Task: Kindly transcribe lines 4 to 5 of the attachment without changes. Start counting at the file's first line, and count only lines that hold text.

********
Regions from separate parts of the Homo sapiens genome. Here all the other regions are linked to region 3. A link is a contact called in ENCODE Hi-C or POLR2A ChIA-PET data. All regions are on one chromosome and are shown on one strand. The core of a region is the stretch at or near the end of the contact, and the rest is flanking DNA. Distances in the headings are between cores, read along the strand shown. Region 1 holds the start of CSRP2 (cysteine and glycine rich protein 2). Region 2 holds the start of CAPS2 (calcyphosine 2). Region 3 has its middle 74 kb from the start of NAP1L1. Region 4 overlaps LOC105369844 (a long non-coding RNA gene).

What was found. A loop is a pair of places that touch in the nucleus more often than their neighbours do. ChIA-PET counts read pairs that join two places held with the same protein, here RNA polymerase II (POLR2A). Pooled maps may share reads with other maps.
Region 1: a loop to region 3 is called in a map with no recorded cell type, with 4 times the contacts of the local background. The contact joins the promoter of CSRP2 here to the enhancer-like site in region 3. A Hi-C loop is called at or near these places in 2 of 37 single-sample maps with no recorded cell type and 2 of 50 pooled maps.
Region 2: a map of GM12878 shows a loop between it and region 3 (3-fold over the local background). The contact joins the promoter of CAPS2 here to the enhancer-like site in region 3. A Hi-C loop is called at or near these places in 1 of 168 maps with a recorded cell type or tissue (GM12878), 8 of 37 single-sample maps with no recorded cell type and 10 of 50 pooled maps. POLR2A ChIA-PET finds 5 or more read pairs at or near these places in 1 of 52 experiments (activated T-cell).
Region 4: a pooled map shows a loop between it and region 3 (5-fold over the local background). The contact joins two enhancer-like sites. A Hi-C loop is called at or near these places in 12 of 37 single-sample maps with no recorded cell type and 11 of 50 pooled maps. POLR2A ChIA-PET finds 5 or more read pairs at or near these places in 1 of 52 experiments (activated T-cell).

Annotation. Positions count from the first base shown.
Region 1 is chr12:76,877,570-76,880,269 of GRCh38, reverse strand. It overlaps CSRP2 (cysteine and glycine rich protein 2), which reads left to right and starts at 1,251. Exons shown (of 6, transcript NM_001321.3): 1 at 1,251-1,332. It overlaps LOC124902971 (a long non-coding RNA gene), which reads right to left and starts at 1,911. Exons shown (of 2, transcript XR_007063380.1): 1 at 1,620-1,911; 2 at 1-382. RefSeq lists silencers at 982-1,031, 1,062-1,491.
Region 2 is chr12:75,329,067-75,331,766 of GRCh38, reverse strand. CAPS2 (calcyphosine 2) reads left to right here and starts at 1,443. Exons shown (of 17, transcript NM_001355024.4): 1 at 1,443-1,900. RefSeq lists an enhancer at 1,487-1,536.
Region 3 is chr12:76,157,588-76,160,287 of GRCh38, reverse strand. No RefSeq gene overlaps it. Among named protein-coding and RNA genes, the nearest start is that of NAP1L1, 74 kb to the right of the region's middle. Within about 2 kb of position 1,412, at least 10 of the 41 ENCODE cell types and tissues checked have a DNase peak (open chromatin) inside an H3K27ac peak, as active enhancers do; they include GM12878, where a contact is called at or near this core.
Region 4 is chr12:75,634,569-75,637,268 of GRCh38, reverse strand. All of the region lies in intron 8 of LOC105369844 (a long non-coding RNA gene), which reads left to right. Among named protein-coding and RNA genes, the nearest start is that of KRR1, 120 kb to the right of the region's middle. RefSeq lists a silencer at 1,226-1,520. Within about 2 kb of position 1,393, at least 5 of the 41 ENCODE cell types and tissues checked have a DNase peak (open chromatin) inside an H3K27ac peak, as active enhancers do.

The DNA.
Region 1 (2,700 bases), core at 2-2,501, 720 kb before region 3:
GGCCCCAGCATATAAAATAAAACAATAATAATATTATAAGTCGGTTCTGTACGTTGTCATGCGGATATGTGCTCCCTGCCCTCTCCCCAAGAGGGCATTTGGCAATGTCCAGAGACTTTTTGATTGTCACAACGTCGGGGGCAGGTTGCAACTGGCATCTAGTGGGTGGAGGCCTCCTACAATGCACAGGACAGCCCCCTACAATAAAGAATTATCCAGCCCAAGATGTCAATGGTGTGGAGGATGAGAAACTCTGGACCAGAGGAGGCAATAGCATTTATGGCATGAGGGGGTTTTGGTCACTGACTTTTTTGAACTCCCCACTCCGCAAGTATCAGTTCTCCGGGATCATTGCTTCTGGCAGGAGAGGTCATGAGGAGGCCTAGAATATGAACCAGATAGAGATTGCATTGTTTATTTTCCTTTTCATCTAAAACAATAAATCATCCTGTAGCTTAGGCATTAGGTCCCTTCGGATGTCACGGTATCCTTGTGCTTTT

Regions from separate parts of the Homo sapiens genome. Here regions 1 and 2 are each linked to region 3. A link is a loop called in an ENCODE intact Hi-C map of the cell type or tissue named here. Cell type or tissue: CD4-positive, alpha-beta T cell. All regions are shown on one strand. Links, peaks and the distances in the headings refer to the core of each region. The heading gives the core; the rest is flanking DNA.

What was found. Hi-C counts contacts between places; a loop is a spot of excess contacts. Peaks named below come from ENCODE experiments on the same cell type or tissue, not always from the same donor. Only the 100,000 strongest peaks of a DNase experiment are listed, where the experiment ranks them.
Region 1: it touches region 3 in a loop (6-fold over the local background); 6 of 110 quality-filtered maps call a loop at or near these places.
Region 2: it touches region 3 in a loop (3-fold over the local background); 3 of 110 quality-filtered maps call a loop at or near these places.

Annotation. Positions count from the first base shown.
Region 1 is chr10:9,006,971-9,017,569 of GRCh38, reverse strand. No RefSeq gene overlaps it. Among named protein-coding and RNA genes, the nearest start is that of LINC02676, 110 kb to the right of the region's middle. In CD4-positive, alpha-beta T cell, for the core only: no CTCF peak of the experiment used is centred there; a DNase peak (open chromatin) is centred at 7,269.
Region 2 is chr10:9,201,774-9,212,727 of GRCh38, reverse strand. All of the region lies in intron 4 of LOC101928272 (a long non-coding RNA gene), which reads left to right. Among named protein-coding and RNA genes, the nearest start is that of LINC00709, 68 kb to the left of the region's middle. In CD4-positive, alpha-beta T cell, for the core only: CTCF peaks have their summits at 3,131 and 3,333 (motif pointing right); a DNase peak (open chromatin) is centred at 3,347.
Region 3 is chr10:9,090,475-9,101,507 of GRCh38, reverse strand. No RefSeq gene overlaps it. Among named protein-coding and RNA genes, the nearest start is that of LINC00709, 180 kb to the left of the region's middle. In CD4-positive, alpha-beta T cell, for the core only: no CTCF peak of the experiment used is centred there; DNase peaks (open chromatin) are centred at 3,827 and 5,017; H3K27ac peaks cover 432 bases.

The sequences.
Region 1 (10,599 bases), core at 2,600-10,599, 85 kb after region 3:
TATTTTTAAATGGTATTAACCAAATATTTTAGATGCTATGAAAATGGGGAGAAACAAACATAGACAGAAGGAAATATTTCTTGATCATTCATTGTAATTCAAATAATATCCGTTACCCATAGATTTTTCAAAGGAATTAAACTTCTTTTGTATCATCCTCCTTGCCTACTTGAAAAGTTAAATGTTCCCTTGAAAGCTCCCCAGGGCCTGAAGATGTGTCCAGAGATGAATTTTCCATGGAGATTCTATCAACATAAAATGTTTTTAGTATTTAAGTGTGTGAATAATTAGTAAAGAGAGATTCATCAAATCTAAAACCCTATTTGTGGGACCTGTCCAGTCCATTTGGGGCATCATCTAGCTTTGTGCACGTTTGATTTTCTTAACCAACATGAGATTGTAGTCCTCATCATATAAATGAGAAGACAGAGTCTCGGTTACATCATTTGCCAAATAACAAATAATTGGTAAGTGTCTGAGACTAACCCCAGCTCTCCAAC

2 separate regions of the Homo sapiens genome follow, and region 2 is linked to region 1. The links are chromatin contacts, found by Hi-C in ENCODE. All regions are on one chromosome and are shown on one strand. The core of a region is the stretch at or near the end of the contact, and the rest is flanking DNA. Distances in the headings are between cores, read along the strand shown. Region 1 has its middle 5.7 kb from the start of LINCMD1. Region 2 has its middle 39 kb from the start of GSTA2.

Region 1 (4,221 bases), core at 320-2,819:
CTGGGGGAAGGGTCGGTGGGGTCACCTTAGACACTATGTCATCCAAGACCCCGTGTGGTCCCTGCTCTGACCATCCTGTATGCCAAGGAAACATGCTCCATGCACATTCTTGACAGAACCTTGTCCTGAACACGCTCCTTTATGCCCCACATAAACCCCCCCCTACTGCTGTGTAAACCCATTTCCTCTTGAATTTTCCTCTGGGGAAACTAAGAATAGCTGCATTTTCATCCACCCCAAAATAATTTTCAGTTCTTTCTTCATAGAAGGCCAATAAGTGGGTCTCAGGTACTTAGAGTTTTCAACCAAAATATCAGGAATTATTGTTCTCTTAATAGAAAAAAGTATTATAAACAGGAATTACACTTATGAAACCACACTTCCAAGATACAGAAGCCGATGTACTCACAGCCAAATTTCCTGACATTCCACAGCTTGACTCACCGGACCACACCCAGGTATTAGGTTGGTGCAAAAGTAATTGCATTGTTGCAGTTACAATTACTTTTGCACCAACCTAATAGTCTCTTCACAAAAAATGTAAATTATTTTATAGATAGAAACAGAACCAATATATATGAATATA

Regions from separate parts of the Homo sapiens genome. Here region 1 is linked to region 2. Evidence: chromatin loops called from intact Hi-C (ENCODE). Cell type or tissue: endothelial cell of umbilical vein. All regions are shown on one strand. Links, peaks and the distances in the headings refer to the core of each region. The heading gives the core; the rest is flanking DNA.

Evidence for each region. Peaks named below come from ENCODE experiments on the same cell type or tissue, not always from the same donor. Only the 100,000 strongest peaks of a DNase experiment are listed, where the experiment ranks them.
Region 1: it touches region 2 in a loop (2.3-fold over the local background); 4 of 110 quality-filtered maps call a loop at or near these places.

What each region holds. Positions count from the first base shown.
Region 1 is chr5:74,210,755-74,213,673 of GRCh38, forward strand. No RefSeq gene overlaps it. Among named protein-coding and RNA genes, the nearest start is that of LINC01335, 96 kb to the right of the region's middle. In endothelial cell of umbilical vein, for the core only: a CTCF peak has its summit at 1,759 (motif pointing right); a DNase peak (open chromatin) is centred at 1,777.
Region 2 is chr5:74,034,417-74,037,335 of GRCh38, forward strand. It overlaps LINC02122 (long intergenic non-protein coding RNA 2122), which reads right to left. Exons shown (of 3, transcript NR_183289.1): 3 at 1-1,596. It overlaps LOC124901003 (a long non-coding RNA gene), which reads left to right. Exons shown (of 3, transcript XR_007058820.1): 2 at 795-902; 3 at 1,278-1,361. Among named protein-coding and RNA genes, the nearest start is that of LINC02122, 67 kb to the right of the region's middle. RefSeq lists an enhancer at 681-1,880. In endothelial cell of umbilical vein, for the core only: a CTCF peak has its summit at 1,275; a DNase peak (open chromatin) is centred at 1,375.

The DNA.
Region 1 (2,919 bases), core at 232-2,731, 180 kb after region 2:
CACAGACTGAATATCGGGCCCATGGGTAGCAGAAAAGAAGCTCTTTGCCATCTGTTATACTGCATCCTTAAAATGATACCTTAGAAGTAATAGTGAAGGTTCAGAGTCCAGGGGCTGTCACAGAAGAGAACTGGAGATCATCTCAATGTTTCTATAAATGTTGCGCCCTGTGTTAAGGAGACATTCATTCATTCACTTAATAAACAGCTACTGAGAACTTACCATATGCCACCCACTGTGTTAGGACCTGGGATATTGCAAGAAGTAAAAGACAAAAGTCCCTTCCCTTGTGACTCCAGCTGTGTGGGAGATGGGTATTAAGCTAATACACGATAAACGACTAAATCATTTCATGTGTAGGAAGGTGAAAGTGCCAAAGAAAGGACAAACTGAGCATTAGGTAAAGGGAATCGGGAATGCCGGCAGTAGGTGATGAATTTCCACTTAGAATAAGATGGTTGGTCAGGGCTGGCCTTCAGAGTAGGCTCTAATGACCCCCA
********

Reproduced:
Region 2: a map of GM12878 shows a loop between it and region 3 (3-fold over the local background). The contact joins the promoter of CAPS2 here to the enhancer-like site in region 3. A Hi-C loop is called at or near these places in 1 of 168 maps with a recorded cell type or tissue (GM12878), 8 of 37 single-sample maps with no recorded cell type and 10 of 50 pooled maps. POLR2A ChIA-PET finds 5 or more read pairs at or near these places in 1 of 52 experiments (activated T-cell).
Region 4: a pooled map shows a loop between it and region 3 (5-fold over the local background). The contact joins two enhancer-like sites. A Hi-C loop is called at or near these places in 12 of 37 single-sample maps with no recorded cell type and 11 of 50 pooled maps. POLR2A ChIA-PET finds 5 or more read pairs at or near these places in 1 of 52 experiments (activated T-cell).